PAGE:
The .32 Winchester Special is a direct competitor to the legendary .30-30 Winchester and, although it never achieved the same popularity as the .30-30, it nonetheless remained one of the top-selling rifle cartridges for much of its lifetime. That had to do with the fact that it was also created by Winchester and chambered in the iconic Model 1894 lever-action rifle. With the popularity of that rifle for hunting deer and bear, it was only natural that the .32 Winchester Special would remain popular too.
Shooters have always been a conservative lot. Read any publications from the late 19th century and you’ll see how many sport shooters resisted the move from muzzleloading to breechloading firearms, how many resisted moving from hammer guns to hammerless guns, and how many resisted the move from blackpowder to smokeless powder. According to early trade publications, the .32 Winchester Special was developed in order to provide shooters a cartridge of greater power than the .30-30, while also allowing them to load it with blackpowder. And while blackpowder centerfire cartridges have largely fallen by the wayside, the .32 Winchester Special remains.
On average the .32 Winchester Special features about 5-10% greater muzzle energy than the .30-30, due to its greater bore diameter. As with any other cartridges that are necked up, the larger diameter of a bullet offers more area to push against, allowing for greater velocities with the same weight of bullet. Whereas the .30-30 features a 170-grain bullet traveling at around 2,200 feet per second, the .32 Winchester Special features a 170-grain bullet traveling at around 2,300 feet per second. That results in around 1,850 foot-pounds of muzzle energy for the .30-30, and 2,000 for the .32 Winchester Special.
That’s the advantage of the .32 Winchester Special. Here are the disadvantages. For one thing, the weird .321” bullet diameter of the .32 Winchester Special means that there isn’t a wide array of bullets for it. You can find them in 165-grain and 170-grain, and that’s about it. The .30-30 is available in everything from 110-grain to 180-grain, allowing for a wide variety of loads for handloading.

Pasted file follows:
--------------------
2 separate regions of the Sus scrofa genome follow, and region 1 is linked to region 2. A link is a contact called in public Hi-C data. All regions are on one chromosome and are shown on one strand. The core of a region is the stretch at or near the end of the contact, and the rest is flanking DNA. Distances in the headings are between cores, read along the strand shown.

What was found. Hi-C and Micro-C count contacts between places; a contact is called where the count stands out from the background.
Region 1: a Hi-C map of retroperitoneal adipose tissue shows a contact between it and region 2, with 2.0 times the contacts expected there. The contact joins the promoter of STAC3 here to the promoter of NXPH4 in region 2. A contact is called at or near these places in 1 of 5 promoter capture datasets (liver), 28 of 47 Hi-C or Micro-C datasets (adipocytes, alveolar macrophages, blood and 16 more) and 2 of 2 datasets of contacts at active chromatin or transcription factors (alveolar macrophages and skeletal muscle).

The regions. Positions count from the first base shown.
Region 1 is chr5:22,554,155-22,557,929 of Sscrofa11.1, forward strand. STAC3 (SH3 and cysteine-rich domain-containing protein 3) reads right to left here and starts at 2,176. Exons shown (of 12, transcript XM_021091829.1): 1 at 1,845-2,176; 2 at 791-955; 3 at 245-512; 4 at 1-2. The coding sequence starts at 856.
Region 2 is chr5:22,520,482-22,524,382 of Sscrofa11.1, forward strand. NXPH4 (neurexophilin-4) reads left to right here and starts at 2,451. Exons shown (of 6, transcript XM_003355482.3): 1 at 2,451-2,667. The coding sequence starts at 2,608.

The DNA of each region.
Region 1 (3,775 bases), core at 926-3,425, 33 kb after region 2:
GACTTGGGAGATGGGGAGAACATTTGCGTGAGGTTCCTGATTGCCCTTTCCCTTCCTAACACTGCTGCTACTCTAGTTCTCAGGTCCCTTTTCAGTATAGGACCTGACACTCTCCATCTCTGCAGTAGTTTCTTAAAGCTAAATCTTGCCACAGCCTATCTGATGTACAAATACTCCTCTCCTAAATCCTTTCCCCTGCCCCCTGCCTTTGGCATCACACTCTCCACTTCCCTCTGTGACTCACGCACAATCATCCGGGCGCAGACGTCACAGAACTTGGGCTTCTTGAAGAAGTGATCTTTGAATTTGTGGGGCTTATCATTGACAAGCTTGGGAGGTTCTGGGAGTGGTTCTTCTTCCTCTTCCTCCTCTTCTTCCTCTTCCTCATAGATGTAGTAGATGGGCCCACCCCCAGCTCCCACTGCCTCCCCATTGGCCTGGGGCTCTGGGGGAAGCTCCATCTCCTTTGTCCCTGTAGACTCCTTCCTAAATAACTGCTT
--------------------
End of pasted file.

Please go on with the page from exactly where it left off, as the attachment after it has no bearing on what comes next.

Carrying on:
That wider bullet diameter means that ballistic performance at long ranges is inferior to the .30-30. While that won’t make a difference in most cases, since lever-action rifles in .30-30 and .32 Winchester Special are normally used at ranges less than 200 yards in thick brush and woods, it could sway some shooters who want superior energy retention at range.
Finally, with newer gunpowders the performance advantage of the .32 Winchester Special is almost completely done away with. Modern powders available to handloaders allow the 170-grain .30-caliber bullets to be driven close to 2,350 feet per second, making performance differences between the two cartridges largely a wash.
Ammunition for the .32 Winchester Special will largely be more expensive than .30-30 too, with .30-30 ammunition coming in at around 60 cents a round versus $1 or more for .32 Winchester Special. That makes handloading a near necessity for those looking to shoot the .32 on the cheap. In a pinch, necked-up .30-30 brass can be used to form .32 Winchester Special cases.
For those who already have a rifle chambered in .32 Winchester Special, it’s a perfectly fine hunting cartridge, and its availability in widely used Winchester 1894 rifles make it a good choice for when the chips are down. But if you’re looking for a first lever-action rifle for your survival armory, you might be better off with more conventional choices like .30-30 or .45-70 Government that are more popular and widely available.